“Canadian consumers are comfortable yet cautious when it comes to using the Internet. We’re the second most active in terms of social networking and we call the Internet our most influential source of information,” David Bradfield, senior partner and global chair of Fleishman-Hillard’s digital practice, says in a phone interview.
The caution Bradfield speaks of is manifests itself in what he calls “good judgement” in how we assess relationships, and how we balance real world influences and friendships against those in the digital world.
(A friend of mine, unaware of the survey, voiced his approach to social media with that tone of cautious embrace: An active Facebook member with some 1,500 friends, he still avoids posting his personal weekend plans: “If I say I am going to be at so-and-so’s party on Saturday, I am also saying where I an NOT going to be…”)
That perception of online vulnerability means he holds back on some posted content, even as he embraces the overall concept.
“Our responsible, protective nature manifests itself online,” Bradfield elaborates. “We look for accuracy in our representations, we are very much attuned to putting real person forward. We’re all learning how to share, and we are learning that in some cases, what we post means we may not get a job. In another context, though, maybe what you do with managing your online persona will impress a different boss.”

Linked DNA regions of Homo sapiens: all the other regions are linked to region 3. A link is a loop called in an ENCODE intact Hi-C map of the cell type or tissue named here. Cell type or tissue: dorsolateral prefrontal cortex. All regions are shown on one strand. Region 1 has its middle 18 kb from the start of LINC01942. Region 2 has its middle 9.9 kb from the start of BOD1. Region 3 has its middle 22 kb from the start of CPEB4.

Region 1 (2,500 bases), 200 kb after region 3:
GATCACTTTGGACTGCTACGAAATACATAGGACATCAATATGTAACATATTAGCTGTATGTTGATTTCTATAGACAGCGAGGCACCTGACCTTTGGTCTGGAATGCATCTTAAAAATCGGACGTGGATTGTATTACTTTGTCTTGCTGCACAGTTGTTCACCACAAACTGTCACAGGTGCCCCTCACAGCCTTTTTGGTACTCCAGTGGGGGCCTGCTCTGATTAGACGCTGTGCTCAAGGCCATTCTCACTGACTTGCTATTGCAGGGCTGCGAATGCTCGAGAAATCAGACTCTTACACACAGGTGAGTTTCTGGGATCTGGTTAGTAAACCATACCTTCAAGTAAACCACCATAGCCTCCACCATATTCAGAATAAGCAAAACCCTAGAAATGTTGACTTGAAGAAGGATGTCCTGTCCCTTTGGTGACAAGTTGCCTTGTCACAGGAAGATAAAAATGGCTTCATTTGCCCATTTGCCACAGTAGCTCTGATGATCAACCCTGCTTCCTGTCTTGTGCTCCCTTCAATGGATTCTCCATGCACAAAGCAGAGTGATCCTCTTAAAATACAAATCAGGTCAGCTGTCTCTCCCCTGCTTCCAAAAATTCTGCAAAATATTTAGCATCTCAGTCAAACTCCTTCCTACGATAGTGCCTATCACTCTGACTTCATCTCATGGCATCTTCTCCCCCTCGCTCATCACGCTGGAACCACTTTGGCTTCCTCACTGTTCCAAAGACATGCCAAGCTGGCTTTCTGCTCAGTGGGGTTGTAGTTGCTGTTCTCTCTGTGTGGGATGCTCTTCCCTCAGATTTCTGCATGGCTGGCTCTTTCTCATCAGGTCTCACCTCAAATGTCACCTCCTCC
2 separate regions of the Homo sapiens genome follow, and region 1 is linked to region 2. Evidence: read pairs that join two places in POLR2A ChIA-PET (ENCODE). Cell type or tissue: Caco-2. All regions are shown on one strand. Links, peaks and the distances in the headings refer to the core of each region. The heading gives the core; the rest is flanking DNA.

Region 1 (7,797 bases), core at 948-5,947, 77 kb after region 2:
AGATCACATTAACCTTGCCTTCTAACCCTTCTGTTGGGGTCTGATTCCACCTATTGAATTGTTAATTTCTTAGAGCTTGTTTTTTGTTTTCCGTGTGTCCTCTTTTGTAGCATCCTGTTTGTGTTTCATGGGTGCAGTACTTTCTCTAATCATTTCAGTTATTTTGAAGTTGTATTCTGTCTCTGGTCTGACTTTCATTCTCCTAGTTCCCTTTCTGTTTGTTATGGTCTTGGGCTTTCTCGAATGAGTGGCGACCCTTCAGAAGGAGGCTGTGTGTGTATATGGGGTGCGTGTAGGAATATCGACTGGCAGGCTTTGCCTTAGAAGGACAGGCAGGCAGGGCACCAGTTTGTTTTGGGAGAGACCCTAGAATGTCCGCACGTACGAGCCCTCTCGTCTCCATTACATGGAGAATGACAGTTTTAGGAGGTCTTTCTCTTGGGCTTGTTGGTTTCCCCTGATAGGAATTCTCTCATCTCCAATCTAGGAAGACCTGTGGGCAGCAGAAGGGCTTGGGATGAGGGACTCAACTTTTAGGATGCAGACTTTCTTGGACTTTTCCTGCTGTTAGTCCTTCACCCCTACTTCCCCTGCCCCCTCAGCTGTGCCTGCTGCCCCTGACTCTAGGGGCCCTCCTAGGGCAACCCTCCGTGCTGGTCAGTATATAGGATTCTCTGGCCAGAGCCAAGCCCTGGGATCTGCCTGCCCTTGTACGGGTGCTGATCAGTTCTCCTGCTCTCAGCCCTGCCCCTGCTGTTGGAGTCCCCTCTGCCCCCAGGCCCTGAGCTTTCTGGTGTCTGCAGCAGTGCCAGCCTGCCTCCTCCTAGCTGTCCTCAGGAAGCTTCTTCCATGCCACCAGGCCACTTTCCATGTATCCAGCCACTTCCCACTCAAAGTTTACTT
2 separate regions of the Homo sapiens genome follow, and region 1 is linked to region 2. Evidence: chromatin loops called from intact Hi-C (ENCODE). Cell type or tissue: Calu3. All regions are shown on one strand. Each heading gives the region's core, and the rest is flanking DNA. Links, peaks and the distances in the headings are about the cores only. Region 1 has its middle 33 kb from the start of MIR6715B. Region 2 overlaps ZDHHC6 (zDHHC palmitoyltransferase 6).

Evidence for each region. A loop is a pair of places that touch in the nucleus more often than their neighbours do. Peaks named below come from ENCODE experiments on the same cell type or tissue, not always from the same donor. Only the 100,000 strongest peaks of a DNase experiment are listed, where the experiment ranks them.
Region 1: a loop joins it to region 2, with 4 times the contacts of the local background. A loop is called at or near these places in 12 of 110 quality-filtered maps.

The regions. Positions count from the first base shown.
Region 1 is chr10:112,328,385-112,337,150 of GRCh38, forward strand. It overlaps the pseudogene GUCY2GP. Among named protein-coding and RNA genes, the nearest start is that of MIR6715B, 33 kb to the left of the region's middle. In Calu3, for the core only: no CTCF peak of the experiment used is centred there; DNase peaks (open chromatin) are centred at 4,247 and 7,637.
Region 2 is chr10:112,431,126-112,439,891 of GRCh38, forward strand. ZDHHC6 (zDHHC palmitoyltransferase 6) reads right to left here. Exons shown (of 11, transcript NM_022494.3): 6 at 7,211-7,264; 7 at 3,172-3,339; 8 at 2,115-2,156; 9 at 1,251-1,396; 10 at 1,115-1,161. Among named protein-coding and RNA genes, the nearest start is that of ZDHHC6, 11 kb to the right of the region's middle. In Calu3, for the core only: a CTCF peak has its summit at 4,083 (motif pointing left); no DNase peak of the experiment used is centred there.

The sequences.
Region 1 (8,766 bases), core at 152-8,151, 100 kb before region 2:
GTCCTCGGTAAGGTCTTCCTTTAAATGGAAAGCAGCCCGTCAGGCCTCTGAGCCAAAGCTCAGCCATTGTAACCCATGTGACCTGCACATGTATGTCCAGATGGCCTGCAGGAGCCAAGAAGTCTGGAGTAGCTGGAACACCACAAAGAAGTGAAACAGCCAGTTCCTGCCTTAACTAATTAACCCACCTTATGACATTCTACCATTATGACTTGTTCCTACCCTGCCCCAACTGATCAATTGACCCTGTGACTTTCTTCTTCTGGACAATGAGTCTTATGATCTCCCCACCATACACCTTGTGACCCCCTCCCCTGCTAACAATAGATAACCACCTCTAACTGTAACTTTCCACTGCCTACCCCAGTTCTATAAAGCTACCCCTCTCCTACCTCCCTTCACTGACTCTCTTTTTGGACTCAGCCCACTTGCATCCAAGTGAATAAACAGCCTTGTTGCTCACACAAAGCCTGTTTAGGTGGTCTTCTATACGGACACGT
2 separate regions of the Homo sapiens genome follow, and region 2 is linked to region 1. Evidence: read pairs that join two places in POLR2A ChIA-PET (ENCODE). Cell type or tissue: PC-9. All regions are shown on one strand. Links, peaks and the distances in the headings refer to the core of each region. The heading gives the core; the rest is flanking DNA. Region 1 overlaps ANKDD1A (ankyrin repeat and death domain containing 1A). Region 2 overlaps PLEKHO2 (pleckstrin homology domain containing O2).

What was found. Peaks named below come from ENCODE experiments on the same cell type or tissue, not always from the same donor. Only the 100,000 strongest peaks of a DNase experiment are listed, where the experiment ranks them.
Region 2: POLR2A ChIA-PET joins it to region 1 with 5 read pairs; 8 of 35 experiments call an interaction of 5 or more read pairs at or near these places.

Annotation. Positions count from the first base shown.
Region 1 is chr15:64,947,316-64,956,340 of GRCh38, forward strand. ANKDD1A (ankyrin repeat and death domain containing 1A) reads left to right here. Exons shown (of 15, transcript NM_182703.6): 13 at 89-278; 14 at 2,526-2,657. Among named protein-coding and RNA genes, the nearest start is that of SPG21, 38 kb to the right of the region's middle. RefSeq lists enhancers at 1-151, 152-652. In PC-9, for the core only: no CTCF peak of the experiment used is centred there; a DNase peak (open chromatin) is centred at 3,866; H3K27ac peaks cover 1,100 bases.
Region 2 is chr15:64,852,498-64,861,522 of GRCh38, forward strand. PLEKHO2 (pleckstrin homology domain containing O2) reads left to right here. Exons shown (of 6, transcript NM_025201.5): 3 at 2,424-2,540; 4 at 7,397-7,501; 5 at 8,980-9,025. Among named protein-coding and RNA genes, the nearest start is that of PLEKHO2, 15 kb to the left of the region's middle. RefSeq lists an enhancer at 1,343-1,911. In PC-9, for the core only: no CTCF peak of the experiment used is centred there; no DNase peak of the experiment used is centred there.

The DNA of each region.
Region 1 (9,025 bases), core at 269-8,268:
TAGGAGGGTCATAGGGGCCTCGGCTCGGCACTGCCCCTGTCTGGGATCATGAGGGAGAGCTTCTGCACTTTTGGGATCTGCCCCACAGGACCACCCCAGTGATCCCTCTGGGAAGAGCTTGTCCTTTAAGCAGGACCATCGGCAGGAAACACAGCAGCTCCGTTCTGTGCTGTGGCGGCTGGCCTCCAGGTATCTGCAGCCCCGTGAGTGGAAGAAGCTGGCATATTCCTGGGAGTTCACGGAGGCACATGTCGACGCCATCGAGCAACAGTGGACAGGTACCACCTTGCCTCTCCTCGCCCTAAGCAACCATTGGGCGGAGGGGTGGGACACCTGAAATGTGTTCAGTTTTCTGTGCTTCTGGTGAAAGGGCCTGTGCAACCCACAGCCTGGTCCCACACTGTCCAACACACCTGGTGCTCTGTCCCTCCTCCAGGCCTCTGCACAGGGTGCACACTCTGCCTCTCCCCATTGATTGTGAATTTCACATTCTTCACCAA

In that admirable self-regulation is some risk, however.
While a sense of online privacy is good, it should not replace or be a substitute for more robust safety and security standards. Canadians are aware of the double-edged sword of online activity – we embrace social media, but we are still hesitant to get into e-commerce, shying away from online purchasing more than most.
Getting Our Cellphones To Work
Meanwhile, as wired and networked as we are, many of us still don’t get how our own cell phone works!
An average of one-fifth (21%) of mobile phone users do not use the features or full capabilities that come on their mobile gadget.
It’s a global malaise – Canadians and Germans are least likely to take advantage of their mobile device’s capabilities, followed by users in France, the U.S. and the U.K., who use an average of about 40 percent of device functionality.
The survey found big gaps between the capabilities and our playing games, recording/playing video, accessing the Internet and sending/receiving e-mails. It may also be an influence on the amount of mobile commerce and retail interaction here, still a bit low compared to many other countries.
Now, we all know at least a few ‘older’ folks who just ‘don’t get’ watching TV on their handset, but it is not clear to me whether the survey reveals we don’t understand our cellphone’s capabilities, or we just don’t want them even though they are built right in.
Bradfield commented on this apparent Canadian lag in mobile behaviour and full use of portable media, saying that “a lot of it may come down to regulation, and access to different types of cellphone plans (data and pricing).